– Arm fatigue is another symptom of steering stem bearings being too loose or too tight. An example of arm fatigue from stem bearings being too loose is, if I am in a right hand “sweeper”, I find that I am constantly pushing forward with my right hand, on the right handlebar grip. I am literally “shoving” the head of the bike back up on to the line that I want the bike to follow through the turn. With loose steering stem bearings, the front end of my motorcycle will “fall into” turns too far. With my arms, I have to push the head of the bike back into position on the road. A day of riding like this, and I do feel it!

If the steering stem bearings are too tight, the opposite effect takes place. While in a right hand sweeper, the bike will want to stand up. Now, my left arm is pushing on the left handlebar grip, to force the head of the bike back down to follow my line! Again, a day of riding like this can be tiresome!

– The final bearing related “symptom” I look for is, “weave”. A weaving motorcycle happens at slower speeds, (In a deceleration phase), and is caused by stem bearings that are too tight. I found this happening to my motorcycle, during a test ride, after I had made a bearing adjustment with too much tension to it. As I decelerated from an “out of town” speed, to an “in town” speed limit, the front end of the bike “walked” left and right as I traveled in a straight line down the road. This happened in a 25mph speed zone. When I increased speed, the weave disappeared, but the steering of the bike felt “heavy”. I rode the bike back home, loosened the tension a “touch”, and all was good!

All of the above symptoms have happened to me, while I experimented with different tension settings on the stem bearings. My bike has “twitched”, “wobbled” and “weaved”, (“Wove”?). And, my arms have been tired from either holding the bike up, or pushing it down!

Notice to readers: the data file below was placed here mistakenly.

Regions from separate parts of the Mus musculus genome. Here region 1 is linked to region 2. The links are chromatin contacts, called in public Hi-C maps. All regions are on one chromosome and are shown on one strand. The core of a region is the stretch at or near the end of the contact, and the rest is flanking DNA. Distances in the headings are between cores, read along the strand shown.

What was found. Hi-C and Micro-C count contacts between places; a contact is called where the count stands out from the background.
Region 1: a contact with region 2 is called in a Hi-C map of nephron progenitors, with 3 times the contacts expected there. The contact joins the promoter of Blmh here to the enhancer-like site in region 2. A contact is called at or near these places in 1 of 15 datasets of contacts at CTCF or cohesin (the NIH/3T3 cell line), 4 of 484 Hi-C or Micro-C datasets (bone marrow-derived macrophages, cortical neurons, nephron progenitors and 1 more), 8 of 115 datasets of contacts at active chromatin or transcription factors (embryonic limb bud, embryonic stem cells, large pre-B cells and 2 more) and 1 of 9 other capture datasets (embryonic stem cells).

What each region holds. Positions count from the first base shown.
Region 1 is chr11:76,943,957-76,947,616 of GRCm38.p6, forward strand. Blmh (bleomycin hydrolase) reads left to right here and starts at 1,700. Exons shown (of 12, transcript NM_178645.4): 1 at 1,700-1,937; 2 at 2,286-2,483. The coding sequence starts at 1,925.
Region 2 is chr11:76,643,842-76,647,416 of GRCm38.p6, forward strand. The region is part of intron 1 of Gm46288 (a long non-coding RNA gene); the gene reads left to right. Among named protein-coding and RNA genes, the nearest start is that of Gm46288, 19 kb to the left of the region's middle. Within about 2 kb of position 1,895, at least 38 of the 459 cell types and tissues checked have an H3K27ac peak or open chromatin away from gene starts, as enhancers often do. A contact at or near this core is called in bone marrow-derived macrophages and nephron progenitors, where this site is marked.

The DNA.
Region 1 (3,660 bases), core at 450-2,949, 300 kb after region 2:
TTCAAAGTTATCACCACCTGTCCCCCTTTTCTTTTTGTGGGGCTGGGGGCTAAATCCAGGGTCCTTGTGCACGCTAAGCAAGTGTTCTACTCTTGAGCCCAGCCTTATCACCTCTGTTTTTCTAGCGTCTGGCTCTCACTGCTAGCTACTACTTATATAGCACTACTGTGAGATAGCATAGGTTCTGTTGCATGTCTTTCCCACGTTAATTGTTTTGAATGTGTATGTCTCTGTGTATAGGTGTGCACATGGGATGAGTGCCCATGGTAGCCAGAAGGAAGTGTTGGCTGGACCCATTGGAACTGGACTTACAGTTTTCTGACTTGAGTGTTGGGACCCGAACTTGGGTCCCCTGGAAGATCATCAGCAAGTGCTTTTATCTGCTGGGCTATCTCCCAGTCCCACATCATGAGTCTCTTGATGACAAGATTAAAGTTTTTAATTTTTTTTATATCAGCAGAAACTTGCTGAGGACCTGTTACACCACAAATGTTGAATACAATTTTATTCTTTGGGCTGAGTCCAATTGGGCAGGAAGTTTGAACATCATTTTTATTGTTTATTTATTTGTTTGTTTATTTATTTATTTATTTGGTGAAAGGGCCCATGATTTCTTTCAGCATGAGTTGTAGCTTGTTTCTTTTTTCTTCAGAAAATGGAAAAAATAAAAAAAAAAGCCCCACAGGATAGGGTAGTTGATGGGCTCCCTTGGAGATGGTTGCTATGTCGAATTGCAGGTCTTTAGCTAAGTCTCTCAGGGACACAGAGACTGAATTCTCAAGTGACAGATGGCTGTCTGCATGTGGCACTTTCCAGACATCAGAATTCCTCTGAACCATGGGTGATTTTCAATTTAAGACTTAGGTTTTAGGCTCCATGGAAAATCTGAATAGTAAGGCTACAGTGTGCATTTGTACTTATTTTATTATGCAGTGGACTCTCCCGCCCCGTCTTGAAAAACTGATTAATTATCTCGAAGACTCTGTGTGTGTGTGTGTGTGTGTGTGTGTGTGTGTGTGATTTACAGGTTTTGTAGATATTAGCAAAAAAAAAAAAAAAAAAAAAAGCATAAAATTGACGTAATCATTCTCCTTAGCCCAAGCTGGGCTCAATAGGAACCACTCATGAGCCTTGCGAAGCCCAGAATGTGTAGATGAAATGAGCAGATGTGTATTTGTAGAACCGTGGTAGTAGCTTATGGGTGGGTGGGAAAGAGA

As I illustrated above, there is not much of a space difference between a stem bearing tensioning nut being set too tight, or too loose on my motorcycle. But, testing and retesting, what I need to do to eliminate bearing issue symptoms, and to have a great feeling ride, has been truly worth my efforts!

Fortunately, my test ride for this year, fleshed out a perfect setup for me! No more adjustments for the start of the 2012 riding season!

Categories: Maintenance / Upgrade Tasks | 29 Comments

Trail Riding With “Biker Chick”

May 07, 2012

I Monday, May 07, I received a cell phone message from my riding friend, Amy. She wanted to go for another ride. It WAS a gorgeous day! I was game for a ride!

As the afternoon unfolded for the both of us, it turned out that we could not meet up until 5pm. Although the daylight is lasting much longer here in the Northeast, the temperatures can still drop quickly, even though the sun is staying up in the sky. Amy does not have any cold weather riding gear. So, we came up with an alternative solution to spend some time riding together.

After our rendezvous in Ellsworth, and a “game plan” laid out…

…we headed back to the area that she lives. Behind her home, there are many miles of camp roads, and ATV trails. Amy suited up in a couple of heavy sweatshirts, chest protector, and helmet. Then, she jumped on her ATV and lead me through a maze of camp roads and connecting trails.

Both of us sweeping quickly around a corner, and I am trying to keep Amy in view!

This is where things began to get a little “dicey” with me riding my “Big Fat Pig” in the woods!

Not only did I ride through this stuff once but, I rode through it twice! Once to “get out there”, and twice “to get back”! Amazingly, I didn’t dump the bike! I could have really used a DR-650 for these types of conditions. The DR-650 is a much better piece of machinery for this kind of stuff then my DL-650!

After we got safely back to Amy’s place, we warmed ourselves next to a fire in her outdoor fire pit, and I drank one of HER beers! Heck, I earned it!

She earned one too!

Categories: 2012 | Leave a comment

Airbox “Mud Flap” and “Splash Guard”